Disability and Rehabilitation 10/2015; DOI:10.3109/09638288.2015.1092176
  • Abdulgafoor M Bachani · Edward Galiwango · Daniel Kadobera · Jacob A Bentley · David Bishai · Stephen Wegener · Nukhba Zia · Adnan A Hyder
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    ABSTRACT: Purpose: There is a need to better measure disability as an outcome to understand the magnitude of the problem and its impact on health and socio-economic status. The aim of this study was to characterize the physical disabilities present at the Iganga-Mayuge Demographic Surveillance Site (IM-DSS) in Uganda. Methods: WHODAS 2.0 was used to examine the consequences of disability on activity limitations and participation in society. One thousand five hundred and fourteen individuals over the age of 18 at the IM-DSS with previously identified physical disabilities were included. Total and domain scores were calculated, and regression analyses examined differences by age, sex, education, occupation and SES. Results: The mean total score was 40.72. Domain 2 - getting around, had the highest mean score (57.21), followed by household activities (55.18). Domains 5.2 (work/school activities) and 6 (participation in society) also had relatively high mean scores - 47.71 and 49.44, respectively. Conclusion: This study serves as an indication of what the major limitations are among individuals in rural Uganda with physical disabilities. In general, individuals with disabilities had the most trouble on getting around, life activities and participation in society. This can guide public health planners and policy-makers on priorities to ameliorate the impact of disabilities in this population. Implications for Rehabilitation This study found that in general, individuals with disabilities had the most trouble on getting around, life activities and participation in society. This can guide public health planners and policy-makers on rehabilitation priorities to ameliorate the impact of disabilities in this population. Efforts can be made to develop and implement rehabilitation programs that cater to the needs of vulnerable populations including females and older individuals. Programs that focus on education and employment for physically disabled individuals ought to be given priority. These could include legislative changes, and modification of the physical environment, among others.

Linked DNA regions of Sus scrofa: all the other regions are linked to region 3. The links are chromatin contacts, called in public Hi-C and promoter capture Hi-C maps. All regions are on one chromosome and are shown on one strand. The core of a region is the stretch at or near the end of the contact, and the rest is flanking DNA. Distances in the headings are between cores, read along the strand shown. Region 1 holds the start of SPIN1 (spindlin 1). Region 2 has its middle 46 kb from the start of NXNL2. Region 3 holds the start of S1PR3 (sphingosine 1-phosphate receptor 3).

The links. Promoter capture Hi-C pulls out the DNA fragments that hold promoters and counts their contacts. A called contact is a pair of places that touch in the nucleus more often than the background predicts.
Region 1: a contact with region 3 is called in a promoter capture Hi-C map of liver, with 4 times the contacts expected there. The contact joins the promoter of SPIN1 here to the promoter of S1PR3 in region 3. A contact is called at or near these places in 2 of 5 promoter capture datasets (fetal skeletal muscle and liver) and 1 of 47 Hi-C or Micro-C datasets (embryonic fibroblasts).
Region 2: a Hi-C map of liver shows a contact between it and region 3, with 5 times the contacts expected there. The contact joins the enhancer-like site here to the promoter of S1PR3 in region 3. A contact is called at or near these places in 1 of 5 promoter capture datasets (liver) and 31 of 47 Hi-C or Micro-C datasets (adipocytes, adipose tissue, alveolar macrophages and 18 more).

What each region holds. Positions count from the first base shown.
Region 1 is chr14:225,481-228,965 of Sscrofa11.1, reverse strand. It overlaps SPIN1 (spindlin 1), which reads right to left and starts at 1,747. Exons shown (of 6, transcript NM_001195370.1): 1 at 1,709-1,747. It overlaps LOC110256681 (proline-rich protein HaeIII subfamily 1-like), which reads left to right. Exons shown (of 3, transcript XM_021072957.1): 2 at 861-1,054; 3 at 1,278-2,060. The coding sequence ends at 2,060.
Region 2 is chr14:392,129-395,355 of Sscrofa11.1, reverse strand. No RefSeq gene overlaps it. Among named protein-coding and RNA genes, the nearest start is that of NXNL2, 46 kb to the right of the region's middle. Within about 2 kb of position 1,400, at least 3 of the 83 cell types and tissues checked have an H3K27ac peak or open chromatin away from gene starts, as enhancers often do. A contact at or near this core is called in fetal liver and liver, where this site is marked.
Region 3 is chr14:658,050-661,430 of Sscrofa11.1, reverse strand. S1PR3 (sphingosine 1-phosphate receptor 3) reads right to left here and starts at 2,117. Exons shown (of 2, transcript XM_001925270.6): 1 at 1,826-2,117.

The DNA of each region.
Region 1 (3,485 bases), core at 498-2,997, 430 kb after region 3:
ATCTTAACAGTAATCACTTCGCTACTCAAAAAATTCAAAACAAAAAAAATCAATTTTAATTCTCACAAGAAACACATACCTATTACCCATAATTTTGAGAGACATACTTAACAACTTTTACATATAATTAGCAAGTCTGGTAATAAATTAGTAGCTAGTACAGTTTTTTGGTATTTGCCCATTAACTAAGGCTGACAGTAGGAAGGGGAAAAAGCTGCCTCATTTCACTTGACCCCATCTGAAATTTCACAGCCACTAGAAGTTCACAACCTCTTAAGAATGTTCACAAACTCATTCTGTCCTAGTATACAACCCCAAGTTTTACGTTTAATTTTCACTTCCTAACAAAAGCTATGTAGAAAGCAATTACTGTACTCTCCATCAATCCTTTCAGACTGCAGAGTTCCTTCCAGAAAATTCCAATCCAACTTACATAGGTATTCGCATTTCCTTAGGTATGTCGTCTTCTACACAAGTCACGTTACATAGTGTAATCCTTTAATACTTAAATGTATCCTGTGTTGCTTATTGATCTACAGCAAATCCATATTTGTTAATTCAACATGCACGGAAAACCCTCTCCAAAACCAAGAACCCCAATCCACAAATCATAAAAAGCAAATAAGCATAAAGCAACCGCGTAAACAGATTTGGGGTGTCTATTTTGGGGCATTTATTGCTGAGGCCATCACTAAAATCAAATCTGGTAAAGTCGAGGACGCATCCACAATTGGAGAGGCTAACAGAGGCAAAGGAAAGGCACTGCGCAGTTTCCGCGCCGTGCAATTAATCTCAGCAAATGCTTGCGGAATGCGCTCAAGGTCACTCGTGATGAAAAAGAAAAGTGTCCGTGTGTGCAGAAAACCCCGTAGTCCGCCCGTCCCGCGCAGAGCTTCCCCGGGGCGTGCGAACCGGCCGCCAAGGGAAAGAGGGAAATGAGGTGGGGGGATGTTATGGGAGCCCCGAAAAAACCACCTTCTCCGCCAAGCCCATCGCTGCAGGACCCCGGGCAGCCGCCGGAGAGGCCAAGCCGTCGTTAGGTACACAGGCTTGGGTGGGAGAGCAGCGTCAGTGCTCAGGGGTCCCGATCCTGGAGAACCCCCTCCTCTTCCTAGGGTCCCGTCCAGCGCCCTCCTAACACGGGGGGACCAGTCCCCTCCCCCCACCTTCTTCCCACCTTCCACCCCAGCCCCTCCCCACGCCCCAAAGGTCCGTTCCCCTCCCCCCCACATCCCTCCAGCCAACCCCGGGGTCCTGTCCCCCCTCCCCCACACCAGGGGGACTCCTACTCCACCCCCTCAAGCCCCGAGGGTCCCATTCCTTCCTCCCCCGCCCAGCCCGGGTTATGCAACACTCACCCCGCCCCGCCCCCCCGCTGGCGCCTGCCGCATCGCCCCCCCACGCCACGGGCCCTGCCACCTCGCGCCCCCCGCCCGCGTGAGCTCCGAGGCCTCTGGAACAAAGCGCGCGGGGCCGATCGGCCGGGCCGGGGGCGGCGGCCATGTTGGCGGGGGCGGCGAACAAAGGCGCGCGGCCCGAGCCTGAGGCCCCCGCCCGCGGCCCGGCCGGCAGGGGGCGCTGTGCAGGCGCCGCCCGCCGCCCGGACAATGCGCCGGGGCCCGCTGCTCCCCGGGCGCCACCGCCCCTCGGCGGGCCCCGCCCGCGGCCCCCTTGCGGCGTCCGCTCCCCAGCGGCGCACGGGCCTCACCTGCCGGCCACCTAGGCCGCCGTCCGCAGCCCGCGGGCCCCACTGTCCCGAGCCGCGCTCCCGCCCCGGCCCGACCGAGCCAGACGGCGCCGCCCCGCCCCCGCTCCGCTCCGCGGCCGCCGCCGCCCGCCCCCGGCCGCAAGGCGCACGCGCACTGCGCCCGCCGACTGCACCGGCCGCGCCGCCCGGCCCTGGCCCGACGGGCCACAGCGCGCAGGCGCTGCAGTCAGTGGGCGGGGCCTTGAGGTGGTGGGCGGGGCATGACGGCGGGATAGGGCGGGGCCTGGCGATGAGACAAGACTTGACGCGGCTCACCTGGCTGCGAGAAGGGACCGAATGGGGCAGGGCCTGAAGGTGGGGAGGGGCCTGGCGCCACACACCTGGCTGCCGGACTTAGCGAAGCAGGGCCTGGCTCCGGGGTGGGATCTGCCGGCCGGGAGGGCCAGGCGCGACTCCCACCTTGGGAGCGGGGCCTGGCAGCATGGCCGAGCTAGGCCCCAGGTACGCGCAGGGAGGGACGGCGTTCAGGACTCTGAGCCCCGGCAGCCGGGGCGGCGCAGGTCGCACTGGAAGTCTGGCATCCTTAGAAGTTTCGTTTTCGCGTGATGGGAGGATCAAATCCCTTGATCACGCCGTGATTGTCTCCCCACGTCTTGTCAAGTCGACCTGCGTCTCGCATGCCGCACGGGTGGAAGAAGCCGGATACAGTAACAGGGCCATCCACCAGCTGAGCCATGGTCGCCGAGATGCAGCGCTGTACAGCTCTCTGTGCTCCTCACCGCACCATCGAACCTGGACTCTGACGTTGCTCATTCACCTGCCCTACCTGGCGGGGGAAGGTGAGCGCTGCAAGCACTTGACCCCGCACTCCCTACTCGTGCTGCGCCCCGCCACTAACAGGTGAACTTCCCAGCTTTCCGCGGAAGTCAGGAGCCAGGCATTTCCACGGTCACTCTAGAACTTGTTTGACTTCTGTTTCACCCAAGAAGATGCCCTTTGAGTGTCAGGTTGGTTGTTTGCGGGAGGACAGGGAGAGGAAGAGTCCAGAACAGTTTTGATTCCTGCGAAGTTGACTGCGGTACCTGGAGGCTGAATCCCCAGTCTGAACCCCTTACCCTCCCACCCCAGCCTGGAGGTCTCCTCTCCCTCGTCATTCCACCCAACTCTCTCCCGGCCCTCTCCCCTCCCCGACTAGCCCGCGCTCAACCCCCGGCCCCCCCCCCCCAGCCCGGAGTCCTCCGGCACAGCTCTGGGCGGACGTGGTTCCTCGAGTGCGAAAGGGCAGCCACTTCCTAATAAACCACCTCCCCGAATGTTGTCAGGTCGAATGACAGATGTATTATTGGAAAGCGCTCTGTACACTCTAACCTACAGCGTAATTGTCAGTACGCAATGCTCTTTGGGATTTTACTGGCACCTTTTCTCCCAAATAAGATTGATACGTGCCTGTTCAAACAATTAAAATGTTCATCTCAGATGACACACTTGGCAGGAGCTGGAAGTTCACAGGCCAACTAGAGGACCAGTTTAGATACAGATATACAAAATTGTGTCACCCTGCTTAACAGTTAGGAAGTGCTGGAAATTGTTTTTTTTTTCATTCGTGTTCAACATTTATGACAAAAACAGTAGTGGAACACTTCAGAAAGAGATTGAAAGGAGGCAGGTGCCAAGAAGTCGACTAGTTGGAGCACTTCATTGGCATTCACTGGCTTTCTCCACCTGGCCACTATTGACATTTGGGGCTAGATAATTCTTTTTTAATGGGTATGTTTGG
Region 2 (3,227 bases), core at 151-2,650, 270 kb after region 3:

Disability and Rehabilitation 10/2015; DOI:10.3109/09638288.2015.1079928
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    ABSTRACT: Purpose: To develop a better understanding of the experiences of volunteer work among youth with disabilities. Method: A scoping review was undertaken to assess the benefits and challenges of volunteering among youth with disabilities. Comprehensive searches using six international databases were conducted. Eligible articles included: (a) youth aged 30 or younger, with a disability; (b) empirical research on the benefits or challenges of volunteering; (c) published in a peer-reviewed journal between 1980-2014. Results: Of the 1558 articles identified, 20 articles—involving 1409 participants, aged 12-30, across five countries—met the inclusion criteria. Studies linked volunteering to the development of human capital (i.e., practical experience, improved self-determination, self-confidence, coping), enhanced social capital (i.e., social and communication skills, social inclusion), and improved cultural capital (i.e., helping others, contributing to community). Many youth with disabilities also encountered challenges—including lack of accessible volunteer opportunities, difficulties arranging transportation, and negative attitudes from potential supervisors. Conclusions: Young people with disabilities are willing and able to volunteer, and they report benefits of volunteering; however, they face many challenges in finding suitable volunteer positions. More rigorous research is needed to understand the health and social benefits of volunteering and how it can help youth develop career pathways.
    Disability and Rehabilitation 10/2015; in press.